Many observers are working overtime to figure out which party benefits from Mitt Romney’s selection of Paul Ryan. I don’t mean to sound holier than thou, but I’m more interested in a different question: will it benefit the country?
The case that it will is straightforward and familiar. Before Ryan’s selection, the 2012 presidential contest was the worst that most of us had ever seen. Although the country faces massive economic and fiscal challenges, the presidential campaigns weren’t talking about them. Instead, they were trading low blows about tertiary issues. Ryan’s entrance, it is said, will “elevate” the debate by forcing the real issue back onto the agenda. The candidates will be arguing about Medicare and tax reform and the role of government in our society. We’ll get the real debate we need, and whoever wins, the country will be better off.
In the famous words of Jake Barnes, “Isn’t it pretty to think so?” Here’s what I fear will happen instead. The Obama campaign will not take the other side in a high-minded debate. Instead, it will relentlessly attack Romney-Ryan for plotting to “end Medicare as we know it,” and for leaving the poor to go hungry without food stamps and suffer, even die, without health insurance. In the process, the Obama campaign will rule out not only the Romney-Ryan plans, but also less draconian reforms that might be part of a long-term solution.
We’ve seen this movie before. In 2008, John McCain wanted to treat employer-provided health insurance as taxable income, a policy that many economists in both parties favor as helping to slow the pell-mell increase in health care costs. The Obama campaign went on the attack, to great effect. But in the process, they made it impossible to include any robust version of that policy in the architecture of the Affordable Care Act.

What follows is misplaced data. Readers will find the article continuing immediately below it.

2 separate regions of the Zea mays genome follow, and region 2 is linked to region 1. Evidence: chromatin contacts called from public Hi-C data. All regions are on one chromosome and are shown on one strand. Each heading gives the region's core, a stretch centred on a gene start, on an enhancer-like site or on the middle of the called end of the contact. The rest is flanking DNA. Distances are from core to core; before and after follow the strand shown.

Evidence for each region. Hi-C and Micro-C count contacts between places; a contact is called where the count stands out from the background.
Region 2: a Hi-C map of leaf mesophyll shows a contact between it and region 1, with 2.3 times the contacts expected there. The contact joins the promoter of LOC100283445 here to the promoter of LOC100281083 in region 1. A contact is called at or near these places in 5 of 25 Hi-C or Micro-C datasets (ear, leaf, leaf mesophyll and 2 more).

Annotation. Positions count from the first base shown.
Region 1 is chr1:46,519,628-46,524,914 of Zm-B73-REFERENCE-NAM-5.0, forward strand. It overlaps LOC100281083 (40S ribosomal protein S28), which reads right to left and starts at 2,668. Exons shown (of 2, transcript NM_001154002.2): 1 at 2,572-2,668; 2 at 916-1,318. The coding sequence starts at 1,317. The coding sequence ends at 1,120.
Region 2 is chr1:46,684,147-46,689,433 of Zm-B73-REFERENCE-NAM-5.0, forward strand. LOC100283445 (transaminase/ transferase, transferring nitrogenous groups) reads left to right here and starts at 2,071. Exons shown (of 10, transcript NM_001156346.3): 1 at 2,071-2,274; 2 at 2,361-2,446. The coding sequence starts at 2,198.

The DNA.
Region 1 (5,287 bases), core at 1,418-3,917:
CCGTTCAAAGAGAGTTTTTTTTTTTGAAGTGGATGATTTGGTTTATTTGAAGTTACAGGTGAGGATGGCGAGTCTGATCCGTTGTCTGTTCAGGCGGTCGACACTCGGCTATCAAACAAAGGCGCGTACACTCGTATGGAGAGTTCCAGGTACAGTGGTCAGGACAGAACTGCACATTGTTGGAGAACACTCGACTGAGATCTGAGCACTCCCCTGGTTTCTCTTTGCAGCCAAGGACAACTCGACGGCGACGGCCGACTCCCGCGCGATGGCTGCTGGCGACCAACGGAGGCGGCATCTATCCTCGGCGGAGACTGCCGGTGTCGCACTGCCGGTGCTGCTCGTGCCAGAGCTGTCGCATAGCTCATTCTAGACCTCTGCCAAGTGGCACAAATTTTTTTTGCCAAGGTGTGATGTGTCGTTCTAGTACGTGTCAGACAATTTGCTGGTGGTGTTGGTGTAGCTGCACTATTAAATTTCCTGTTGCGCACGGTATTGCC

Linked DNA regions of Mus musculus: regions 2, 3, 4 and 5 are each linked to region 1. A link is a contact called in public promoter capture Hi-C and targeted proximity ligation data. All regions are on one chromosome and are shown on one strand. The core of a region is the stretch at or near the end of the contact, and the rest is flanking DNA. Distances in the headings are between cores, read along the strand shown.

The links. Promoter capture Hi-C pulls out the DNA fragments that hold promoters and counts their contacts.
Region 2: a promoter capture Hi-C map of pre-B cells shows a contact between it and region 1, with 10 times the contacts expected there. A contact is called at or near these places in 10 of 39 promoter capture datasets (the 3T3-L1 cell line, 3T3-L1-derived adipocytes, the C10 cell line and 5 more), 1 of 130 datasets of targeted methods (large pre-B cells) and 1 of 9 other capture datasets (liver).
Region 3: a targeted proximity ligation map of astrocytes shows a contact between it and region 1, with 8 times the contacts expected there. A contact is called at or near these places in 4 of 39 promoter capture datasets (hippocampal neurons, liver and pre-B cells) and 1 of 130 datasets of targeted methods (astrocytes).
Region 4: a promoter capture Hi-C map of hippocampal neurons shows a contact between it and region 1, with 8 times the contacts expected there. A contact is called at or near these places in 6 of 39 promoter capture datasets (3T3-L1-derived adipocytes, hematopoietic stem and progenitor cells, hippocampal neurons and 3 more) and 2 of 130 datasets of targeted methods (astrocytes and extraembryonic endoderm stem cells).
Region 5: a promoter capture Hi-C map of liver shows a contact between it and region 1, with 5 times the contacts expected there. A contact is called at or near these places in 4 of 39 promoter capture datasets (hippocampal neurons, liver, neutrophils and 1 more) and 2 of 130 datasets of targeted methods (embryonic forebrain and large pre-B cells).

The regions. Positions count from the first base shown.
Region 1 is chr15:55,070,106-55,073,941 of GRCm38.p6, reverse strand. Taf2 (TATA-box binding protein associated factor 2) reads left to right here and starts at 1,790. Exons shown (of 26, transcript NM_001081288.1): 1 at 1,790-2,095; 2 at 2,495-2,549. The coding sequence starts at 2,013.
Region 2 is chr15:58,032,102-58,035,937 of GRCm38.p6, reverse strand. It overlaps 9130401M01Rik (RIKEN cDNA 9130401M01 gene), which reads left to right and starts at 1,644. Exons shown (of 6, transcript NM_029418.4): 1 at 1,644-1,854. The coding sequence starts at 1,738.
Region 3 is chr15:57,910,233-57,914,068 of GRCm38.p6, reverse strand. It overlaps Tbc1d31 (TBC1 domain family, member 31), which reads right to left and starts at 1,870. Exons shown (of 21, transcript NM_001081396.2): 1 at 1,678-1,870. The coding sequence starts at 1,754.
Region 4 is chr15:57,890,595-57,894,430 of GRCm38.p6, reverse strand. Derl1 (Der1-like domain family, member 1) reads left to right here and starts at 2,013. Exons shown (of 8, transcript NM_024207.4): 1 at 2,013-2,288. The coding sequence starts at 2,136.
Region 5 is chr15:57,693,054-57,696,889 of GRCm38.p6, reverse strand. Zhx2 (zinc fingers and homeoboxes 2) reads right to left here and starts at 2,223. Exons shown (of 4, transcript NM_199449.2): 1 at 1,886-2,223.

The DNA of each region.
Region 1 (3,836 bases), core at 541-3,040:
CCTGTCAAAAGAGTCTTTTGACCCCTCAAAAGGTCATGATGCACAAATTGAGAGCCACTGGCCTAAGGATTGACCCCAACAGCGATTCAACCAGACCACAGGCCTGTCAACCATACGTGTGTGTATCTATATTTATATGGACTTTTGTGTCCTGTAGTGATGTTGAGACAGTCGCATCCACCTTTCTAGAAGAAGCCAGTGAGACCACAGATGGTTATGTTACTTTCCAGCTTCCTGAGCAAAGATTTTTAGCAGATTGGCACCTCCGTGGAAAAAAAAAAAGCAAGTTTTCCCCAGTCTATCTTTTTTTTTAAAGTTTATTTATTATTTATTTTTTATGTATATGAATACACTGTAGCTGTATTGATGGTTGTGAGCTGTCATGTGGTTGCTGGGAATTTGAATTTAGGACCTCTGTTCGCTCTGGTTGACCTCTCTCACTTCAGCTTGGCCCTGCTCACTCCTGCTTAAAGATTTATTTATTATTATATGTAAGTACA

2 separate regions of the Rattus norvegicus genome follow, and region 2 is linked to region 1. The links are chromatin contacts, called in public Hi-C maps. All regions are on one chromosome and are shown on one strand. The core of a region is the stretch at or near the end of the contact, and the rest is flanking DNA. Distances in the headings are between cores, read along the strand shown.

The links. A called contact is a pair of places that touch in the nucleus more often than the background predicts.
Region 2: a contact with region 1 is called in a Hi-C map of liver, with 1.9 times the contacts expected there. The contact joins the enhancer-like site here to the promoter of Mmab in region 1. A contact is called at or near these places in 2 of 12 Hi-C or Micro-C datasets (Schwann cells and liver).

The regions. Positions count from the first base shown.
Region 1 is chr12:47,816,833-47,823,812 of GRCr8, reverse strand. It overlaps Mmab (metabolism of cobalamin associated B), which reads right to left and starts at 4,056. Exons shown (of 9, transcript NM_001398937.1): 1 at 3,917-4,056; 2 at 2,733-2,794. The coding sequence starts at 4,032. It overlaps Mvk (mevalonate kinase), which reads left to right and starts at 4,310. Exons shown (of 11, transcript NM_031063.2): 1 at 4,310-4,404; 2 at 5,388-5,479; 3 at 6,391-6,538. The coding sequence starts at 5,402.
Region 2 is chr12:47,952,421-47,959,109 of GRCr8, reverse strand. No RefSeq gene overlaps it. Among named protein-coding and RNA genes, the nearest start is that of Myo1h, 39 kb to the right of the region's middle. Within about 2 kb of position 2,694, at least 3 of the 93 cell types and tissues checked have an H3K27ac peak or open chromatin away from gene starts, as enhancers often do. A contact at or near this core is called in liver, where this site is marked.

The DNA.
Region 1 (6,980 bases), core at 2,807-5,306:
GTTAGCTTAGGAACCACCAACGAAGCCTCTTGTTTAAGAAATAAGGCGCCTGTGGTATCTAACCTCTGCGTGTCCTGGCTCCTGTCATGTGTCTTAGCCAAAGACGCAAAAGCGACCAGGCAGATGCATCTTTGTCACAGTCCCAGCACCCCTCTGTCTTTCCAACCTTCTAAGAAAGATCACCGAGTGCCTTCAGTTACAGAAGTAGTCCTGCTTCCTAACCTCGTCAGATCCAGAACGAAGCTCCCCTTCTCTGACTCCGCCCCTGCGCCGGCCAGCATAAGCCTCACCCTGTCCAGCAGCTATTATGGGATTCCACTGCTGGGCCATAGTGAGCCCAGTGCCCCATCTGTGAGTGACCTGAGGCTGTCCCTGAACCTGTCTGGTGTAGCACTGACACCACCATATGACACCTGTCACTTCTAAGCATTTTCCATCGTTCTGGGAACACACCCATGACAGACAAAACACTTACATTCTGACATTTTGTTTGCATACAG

There are many Americans who believe two things about where things stand right now: The Romney-Ryan approach is unacceptable, and the status quo is unsustainable. Obama may be able to win the election by persuading a majority of the few voters still open to persuasion that in the short-term, the status quo is preferable to Romney-Ryan. But if he closes the deal by shutting the door to the reforms that we may well need in the long-term, it will be a Pyrrhic victory.
Let me be specific. A number of Democrats once believed—and some still do—that a well-crafted version of premium support is part of a balanced and sustainable long-term fix for Medicare. If the effect of the Ryan choice is to take not only the Ryan budget’s version of premium support off the table, but also the kinds of approaches that Alice Rivlin and Ron Wyden have proposed, then we’ll be left with far less appealing options for stabilizing Medicare.
This is one example of a broader point: The status quo is a very poor point of departure for the decisions we’ll have to make—if not in 2013, when we should, then later, and under duress. If Obama wins the election by playing on the fear of change, which is very real, then the election will settle nothing, and our already dysfunctional political system will be mired in gridlock indefinitely.